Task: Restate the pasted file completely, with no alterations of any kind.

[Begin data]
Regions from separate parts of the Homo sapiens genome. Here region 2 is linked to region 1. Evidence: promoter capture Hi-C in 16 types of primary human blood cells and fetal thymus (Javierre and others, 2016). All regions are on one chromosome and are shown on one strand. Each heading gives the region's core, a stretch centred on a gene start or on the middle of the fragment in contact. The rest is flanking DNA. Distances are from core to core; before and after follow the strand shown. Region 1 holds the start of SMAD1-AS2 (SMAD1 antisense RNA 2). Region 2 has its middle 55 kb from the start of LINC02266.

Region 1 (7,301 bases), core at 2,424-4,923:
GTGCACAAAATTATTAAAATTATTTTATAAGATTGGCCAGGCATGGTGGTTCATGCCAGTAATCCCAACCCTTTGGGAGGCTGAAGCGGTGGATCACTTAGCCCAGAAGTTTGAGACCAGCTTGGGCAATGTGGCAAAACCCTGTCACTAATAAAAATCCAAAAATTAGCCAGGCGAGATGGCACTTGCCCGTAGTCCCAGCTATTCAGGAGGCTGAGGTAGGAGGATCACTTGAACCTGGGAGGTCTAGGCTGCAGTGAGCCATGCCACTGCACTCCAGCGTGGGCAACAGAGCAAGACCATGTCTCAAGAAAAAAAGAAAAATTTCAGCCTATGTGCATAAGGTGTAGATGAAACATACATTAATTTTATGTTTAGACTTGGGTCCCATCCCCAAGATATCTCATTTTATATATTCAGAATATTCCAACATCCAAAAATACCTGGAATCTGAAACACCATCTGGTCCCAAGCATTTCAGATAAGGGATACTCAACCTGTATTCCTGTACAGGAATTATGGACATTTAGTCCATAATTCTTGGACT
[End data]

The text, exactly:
Regions from separate parts of the Homo sapiens genome. Here region 2 is linked to region 1. Evidence: promoter capture Hi-C in 16 types of primary human blood cells and fetal thymus (Javierre and others, 2016). All regions are on one chromosome and are shown on one strand. Each heading gives the region's core, a stretch centred on a gene start or on the middle of the fragment in contact. The rest is flanking DNA. Distances are from core to core; before and after follow the strand shown. Region 1 holds the start of SMAD1-AS2 (SMAD1 antisense RNA 2). Region 2 has its middle 55 kb from the start of LINC02266.

Region 1 (7,301 bases), core at 2,424-4,923:
GTGCACAAAATTATTAAAATTATTTTATAAGATTGGCCAGGCATGGTGGTTCATGCCAGTAATCCCAACCCTTTGGGAGGCTGAAGCGGTGGATCACTTAGCCCAGAAGTTTGAGACCAGCTTGGGCAATGTGGCAAAACCCTGTCACTAATAAAAATCCAAAAATTAGCCAGGCGAGATGGCACTTGCCCGTAGTCCCAGCTATTCAGGAGGCTGAGGTAGGAGGATCACTTGAACCTGGGAGGTCTAGGCTGCAGTGAGCCATGCCACTGCACTCCAGCGTGGGCAACAGAGCAAGACCATGTCTCAAGAAAAAAAGAAAAATTTCAGCCTATGTGCATAAGGTGTAGATGAAACATACATTAATTTTATGTTTAGACTTGGGTCCCATCCCCAAGATATCTCATTTTATATATTCAGAATATTCCAACATCCAAAAATACCTGGAATCTGAAACACCATCTGGTCCCAAGCATTTCAGATAAGGGATACTCAACCTGTATTCCTGTACAGGAATTATGGACATTTAGTCCATAATTCTTGGACT